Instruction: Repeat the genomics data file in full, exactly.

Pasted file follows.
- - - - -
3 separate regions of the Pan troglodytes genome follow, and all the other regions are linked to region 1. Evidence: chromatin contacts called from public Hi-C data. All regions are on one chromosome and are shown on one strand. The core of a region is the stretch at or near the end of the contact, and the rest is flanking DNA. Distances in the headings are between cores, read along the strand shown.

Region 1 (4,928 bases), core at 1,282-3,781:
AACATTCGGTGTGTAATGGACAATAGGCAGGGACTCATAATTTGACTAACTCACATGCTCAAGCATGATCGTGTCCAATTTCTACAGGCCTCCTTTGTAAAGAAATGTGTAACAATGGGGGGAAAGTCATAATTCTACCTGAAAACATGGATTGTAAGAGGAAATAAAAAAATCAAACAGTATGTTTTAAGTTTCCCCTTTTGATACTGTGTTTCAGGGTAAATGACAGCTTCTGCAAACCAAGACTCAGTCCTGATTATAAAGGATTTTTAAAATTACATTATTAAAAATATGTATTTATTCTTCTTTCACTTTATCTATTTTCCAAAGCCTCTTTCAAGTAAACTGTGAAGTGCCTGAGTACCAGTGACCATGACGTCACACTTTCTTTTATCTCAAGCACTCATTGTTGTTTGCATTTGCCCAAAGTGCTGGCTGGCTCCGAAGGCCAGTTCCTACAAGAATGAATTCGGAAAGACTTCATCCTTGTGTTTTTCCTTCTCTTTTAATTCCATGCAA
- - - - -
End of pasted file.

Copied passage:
3 separate regions of the Pan troglodytes genome follow, and all the other regions are linked to region 1. Evidence: chromatin contacts called from public Hi-C data. All regions are on one chromosome and are shown on one strand. The core of a region is the stretch at or near the end of the contact, and the rest is flanking DNA. Distances in the headings are between cores, read along the strand shown.

Region 1 (4,928 bases), core at 1,282-3,781:
AACATTCGGTGTGTAATGGACAATAGGCAGGGACTCATAATTTGACTAACTCACATGCTCAAGCATGATCGTGTCCAATTTCTACAGGCCTCCTTTGTAAAGAAATGTGTAACAATGGGGGGAAAGTCATAATTCTACCTGAAAACATGGATTGTAAGAGGAAATAAAAAAATCAAACAGTATGTTTTAAGTTTCCCCTTTTGATACTGTGTTTCAGGGTAAATGACAGCTTCTGCAAACCAAGACTCAGTCCTGATTATAAAGGATTTTTAAAATTACATTATTAAAAATATGTATTTATTCTTCTTTCACTTTATCTATTTTCCAAAGCCTCTTTCAAGTAAACTGTGAAGTGCCTGAGTACCAGTGACCATGACGTCACACTTTCTTTTATCTCAAGCACTCATTGTTGTTTGCATTTGCCCAAAGTGCTGGCTGGCTCCGAAGGCCAGTTCCTACAAGAATGAATTCGGAAAGACTTCATCCTTGTGTTTTTCCTTCTCTTTTAATTCCATGCAA